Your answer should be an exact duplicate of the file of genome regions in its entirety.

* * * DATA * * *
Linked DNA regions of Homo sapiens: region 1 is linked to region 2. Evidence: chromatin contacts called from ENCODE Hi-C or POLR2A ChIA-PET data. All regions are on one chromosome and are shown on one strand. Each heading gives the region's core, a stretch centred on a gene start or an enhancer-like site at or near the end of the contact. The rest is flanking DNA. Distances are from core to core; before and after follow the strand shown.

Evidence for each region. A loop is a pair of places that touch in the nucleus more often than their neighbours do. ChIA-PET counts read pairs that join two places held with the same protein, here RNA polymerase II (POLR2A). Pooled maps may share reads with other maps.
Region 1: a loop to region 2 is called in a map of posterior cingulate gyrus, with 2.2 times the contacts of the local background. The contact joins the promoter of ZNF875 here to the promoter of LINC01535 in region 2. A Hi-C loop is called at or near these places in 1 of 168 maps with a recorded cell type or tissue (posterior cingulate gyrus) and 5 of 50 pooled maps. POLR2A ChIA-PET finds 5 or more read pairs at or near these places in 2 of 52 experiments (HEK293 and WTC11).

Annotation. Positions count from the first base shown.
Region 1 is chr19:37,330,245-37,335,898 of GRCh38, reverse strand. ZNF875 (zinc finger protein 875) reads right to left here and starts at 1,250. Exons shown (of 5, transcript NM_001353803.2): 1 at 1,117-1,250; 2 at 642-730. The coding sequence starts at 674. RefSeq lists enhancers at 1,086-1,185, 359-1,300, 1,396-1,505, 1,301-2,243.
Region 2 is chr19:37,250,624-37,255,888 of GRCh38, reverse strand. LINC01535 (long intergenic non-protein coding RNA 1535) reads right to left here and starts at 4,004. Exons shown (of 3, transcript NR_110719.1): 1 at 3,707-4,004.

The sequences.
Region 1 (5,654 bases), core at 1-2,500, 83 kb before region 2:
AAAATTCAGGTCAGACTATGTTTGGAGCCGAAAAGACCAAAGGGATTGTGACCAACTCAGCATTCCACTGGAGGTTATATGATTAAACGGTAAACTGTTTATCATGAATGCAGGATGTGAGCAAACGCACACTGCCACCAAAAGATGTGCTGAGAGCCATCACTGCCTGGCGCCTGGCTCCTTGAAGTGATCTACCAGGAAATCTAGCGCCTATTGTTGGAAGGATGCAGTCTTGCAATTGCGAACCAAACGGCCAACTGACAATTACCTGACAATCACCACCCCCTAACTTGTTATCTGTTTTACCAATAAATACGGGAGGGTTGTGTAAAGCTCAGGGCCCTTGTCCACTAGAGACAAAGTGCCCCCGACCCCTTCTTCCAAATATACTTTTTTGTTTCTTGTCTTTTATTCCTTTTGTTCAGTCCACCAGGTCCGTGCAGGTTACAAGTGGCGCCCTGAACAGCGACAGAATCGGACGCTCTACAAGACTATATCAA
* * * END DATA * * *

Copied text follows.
Linked DNA regions of Homo sapiens: region 1 is linked to region 2. Evidence: chromatin contacts called from ENCODE Hi-C or POLR2A ChIA-PET data. All regions are on one chromosome and are shown on one strand. Each heading gives the region's core, a stretch centred on a gene start or an enhancer-like site at or near the end of the contact. The rest is flanking DNA. Distances are from core to core; before and after follow the strand shown.

Evidence for each region. A loop is a pair of places that touch in the nucleus more often than their neighbours do. ChIA-PET counts read pairs that join two places held with the same protein, here RNA polymerase II (POLR2A). Pooled maps may share reads with other maps.
Region 1: a loop to region 2 is called in a map of posterior cingulate gyrus, with 2.2 times the contacts of the local background. The contact joins the promoter of ZNF875 here to the promoter of LINC01535 in region 2. A Hi-C loop is called at or near these places in 1 of 168 maps with a recorded cell type or tissue (posterior cingulate gyrus) and 5 of 50 pooled maps. POLR2A ChIA-PET finds 5 or more read pairs at or near these places in 2 of 52 experiments (HEK293 and WTC11).

Annotation. Positions count from the first base shown.
Region 1 is chr19:37,330,245-37,335,898 of GRCh38, reverse strand. ZNF875 (zinc finger protein 875) reads right to left here and starts at 1,250. Exons shown (of 5, transcript NM_001353803.2): 1 at 1,117-1,250; 2 at 642-730. The coding sequence starts at 674. RefSeq lists enhancers at 1,086-1,185, 359-1,300, 1,396-1,505, 1,301-2,243.
Region 2 is chr19:37,250,624-37,255,888 of GRCh38, reverse strand. LINC01535 (long intergenic non-protein coding RNA 1535) reads right to left here and starts at 4,004. Exons shown (of 3, transcript NR_110719.1): 1 at 3,707-4,004.

The sequences.
Region 1 (5,654 bases), core at 1-2,500, 83 kb before region 2:
AAAATTCAGGTCAGACTATGTTTGGAGCCGAAAAGACCAAAGGGATTGTGACCAACTCAGCATTCCACTGGAGGTTATATGATTAAACGGTAAACTGTTTATCATGAATGCAGGATGTGAGCAAACGCACACTGCCACCAAAAGATGTGCTGAGAGCCATCACTGCCTGGCGCCTGGCTCCTTGAAGTGATCTACCAGGAAATCTAGCGCCTATTGTTGGAAGGATGCAGTCTTGCAATTGCGAACCAAACGGCCAACTGACAATTACCTGACAATCACCACCCCCTAACTTGTTATCTGTTTTACCAATAAATACGGGAGGGTTGTGTAAAGCTCAGGGCCCTTGTCCACTAGAGACAAAGTGCCCCCGACCCCTTCTTCCAAATATACTTTTTTGTTTCTTGTCTTTTATTCCTTTTGTTCAGTCCACCAGGTCCGTGCAGGTTACAAGTGGCGCCCTGAACAGCGACAGAATCGGACGCTCTACAAGACTATATCAA